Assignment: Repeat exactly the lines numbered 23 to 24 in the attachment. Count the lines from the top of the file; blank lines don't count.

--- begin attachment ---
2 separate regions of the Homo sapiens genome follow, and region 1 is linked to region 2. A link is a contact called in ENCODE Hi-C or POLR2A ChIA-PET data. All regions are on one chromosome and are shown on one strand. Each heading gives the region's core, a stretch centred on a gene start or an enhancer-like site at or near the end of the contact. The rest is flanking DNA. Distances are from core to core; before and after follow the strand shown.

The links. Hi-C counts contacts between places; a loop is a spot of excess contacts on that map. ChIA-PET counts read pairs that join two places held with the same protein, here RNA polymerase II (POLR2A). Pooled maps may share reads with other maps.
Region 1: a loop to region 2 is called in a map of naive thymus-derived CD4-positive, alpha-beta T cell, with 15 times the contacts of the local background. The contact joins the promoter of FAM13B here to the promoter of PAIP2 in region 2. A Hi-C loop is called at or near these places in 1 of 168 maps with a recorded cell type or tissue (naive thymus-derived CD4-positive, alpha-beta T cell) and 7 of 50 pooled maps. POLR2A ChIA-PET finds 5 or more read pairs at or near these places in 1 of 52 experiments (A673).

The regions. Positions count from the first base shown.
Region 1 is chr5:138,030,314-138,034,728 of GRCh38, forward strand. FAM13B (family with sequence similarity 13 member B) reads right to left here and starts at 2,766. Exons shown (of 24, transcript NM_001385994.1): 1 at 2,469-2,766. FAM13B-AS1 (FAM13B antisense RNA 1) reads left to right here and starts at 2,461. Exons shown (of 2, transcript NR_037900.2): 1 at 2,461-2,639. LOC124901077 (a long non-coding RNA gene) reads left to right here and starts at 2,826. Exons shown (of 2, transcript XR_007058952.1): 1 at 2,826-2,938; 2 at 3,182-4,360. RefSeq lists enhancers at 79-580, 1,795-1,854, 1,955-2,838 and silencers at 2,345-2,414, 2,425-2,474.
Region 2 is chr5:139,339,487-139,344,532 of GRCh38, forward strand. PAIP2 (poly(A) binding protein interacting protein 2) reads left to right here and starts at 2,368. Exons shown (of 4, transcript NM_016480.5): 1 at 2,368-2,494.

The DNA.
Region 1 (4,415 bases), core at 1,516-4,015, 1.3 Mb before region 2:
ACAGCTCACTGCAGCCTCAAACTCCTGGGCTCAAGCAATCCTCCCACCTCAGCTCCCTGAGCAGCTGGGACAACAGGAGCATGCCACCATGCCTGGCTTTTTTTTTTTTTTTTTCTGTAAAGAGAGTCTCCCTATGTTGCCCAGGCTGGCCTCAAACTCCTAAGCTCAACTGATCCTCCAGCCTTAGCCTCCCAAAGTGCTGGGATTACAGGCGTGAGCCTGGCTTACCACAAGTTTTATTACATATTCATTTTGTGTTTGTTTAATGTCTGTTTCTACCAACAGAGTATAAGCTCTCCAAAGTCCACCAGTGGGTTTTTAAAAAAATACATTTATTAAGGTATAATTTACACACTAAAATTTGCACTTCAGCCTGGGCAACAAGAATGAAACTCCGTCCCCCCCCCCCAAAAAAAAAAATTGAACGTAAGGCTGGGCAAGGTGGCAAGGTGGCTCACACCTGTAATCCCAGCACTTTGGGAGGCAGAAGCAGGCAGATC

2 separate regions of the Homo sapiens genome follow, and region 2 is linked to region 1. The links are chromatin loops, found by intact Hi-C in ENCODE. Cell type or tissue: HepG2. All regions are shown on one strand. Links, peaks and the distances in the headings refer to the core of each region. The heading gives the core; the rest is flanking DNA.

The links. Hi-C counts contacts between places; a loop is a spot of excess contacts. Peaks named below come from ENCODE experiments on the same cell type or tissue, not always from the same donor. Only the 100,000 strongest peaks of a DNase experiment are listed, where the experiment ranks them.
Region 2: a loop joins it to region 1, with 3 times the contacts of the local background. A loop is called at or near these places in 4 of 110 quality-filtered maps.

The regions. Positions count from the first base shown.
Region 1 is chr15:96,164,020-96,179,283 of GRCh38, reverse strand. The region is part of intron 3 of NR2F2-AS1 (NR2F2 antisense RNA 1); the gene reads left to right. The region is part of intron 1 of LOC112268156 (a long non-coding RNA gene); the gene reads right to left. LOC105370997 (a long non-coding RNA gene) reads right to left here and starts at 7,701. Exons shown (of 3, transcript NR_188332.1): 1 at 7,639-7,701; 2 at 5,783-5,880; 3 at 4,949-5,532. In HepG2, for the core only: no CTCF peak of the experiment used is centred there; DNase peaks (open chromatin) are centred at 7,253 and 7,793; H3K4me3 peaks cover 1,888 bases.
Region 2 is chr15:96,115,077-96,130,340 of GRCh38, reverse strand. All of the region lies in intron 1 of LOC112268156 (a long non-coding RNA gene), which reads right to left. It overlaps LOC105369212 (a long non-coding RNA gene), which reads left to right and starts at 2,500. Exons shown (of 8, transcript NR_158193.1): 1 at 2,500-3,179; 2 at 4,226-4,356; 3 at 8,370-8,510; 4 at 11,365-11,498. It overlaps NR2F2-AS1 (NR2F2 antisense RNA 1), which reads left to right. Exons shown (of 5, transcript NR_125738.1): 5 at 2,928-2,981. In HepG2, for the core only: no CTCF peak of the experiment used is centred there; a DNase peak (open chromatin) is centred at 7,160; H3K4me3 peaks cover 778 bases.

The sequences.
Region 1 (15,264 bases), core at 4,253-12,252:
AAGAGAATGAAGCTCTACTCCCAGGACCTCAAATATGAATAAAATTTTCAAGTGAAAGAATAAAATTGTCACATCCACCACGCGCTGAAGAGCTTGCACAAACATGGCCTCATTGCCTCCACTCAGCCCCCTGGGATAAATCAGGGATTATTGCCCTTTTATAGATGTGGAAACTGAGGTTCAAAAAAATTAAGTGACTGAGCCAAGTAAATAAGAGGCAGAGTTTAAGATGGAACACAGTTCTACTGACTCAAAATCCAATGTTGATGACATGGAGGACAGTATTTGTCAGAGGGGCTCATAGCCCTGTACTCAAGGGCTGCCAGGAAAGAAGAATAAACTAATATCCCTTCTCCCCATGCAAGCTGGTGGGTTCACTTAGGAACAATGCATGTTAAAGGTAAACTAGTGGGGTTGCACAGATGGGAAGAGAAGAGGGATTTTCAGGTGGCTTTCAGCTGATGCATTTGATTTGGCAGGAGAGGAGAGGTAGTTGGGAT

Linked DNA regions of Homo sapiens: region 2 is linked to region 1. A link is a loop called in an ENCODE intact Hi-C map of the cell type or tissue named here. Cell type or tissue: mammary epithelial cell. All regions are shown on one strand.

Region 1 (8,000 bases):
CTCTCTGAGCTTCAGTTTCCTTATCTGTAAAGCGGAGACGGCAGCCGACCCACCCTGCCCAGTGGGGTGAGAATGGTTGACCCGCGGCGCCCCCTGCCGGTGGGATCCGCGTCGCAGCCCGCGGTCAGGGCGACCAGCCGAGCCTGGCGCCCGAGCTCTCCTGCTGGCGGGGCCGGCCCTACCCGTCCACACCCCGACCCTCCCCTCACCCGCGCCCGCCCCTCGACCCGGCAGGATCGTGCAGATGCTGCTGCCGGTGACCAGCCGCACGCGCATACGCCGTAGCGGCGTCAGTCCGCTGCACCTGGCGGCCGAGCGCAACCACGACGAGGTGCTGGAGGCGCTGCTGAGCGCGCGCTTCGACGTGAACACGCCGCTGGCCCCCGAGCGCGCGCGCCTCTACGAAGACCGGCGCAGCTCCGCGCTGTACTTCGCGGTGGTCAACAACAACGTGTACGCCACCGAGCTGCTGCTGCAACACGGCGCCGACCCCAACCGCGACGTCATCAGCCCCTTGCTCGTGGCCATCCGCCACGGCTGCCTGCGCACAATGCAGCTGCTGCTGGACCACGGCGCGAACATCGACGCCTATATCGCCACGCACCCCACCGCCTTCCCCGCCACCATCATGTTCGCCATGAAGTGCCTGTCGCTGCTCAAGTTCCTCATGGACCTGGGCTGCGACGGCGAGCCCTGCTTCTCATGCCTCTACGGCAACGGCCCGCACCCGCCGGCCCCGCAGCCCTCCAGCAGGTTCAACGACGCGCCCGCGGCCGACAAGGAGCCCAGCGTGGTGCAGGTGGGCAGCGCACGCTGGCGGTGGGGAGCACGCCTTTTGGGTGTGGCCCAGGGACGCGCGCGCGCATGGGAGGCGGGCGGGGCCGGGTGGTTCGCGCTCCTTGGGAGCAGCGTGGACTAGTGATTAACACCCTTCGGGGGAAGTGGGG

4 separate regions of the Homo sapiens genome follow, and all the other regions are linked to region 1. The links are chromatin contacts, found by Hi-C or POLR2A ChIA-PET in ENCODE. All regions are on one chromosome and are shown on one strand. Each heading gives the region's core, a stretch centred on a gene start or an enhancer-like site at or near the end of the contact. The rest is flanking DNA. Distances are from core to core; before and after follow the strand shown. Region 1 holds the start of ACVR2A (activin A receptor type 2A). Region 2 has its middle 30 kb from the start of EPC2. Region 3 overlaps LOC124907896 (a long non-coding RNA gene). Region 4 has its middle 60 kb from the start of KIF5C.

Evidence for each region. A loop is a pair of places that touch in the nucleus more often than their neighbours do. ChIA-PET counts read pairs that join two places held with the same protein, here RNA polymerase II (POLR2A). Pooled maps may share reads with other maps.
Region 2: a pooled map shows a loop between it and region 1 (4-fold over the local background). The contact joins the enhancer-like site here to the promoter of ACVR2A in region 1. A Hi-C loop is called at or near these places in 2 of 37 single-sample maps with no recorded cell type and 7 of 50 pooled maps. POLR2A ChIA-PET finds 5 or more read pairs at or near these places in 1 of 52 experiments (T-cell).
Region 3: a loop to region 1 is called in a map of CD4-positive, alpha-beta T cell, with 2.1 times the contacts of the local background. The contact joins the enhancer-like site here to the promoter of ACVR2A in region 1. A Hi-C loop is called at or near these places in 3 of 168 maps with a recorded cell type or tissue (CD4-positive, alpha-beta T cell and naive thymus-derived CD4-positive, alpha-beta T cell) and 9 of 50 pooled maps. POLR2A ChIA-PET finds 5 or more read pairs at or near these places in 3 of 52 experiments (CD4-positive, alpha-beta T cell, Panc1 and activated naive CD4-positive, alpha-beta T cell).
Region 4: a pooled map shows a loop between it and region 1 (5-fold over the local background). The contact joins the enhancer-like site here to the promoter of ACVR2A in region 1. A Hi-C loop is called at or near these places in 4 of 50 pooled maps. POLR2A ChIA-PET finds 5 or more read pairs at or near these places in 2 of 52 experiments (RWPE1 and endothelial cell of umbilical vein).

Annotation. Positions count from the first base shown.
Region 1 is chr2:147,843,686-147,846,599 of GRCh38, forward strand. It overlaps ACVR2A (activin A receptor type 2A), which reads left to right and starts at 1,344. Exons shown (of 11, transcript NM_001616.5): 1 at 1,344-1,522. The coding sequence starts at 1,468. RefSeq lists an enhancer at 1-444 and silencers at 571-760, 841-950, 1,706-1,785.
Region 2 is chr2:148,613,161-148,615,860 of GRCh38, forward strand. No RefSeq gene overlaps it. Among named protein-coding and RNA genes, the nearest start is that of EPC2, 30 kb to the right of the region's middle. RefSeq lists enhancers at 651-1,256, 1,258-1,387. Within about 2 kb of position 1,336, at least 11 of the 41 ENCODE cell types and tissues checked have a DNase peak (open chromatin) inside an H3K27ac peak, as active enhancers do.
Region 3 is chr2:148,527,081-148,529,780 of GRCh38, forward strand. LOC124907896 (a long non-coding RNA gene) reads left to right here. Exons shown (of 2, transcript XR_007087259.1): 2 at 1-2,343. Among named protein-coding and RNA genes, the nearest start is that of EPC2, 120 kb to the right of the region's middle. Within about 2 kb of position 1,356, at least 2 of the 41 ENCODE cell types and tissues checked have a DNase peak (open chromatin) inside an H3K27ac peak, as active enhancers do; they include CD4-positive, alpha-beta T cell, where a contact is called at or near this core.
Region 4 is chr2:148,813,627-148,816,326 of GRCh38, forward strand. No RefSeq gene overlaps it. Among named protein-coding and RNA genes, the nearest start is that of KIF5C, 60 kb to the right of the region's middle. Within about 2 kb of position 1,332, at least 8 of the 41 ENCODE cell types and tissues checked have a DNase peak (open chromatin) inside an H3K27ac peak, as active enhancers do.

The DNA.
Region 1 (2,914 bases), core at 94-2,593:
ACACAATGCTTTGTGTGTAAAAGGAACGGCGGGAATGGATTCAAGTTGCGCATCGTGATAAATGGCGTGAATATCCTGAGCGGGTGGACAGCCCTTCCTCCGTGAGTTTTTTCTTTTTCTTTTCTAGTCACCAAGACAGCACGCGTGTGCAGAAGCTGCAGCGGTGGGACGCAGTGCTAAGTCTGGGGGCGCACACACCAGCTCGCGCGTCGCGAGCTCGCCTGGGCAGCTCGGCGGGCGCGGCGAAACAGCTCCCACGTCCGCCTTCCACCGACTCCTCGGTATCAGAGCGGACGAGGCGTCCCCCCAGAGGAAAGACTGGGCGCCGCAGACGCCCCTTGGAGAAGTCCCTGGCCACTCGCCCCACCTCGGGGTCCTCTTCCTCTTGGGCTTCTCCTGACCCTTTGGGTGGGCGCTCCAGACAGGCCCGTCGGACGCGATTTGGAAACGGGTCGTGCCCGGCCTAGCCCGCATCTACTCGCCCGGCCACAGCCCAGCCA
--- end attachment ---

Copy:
Evidence for each region. A loop is a pair of places that touch in the nucleus more often than their neighbours do. ChIA-PET counts read pairs that join two places held with the same protein, here RNA polymerase II (POLR2A). Pooled maps may share reads with other maps.
Region 2: a pooled map shows a loop between it and region 1 (4-fold over the local background). The contact joins the enhancer-like site here to the promoter of ACVR2A in region 1. A Hi-C loop is called at or near these places in 2 of 37 single-sample maps with no recorded cell type and 7 of 50 pooled maps. POLR2A ChIA-PET finds 5 or more read pairs at or near these places in 1 of 52 experiments (T-cell).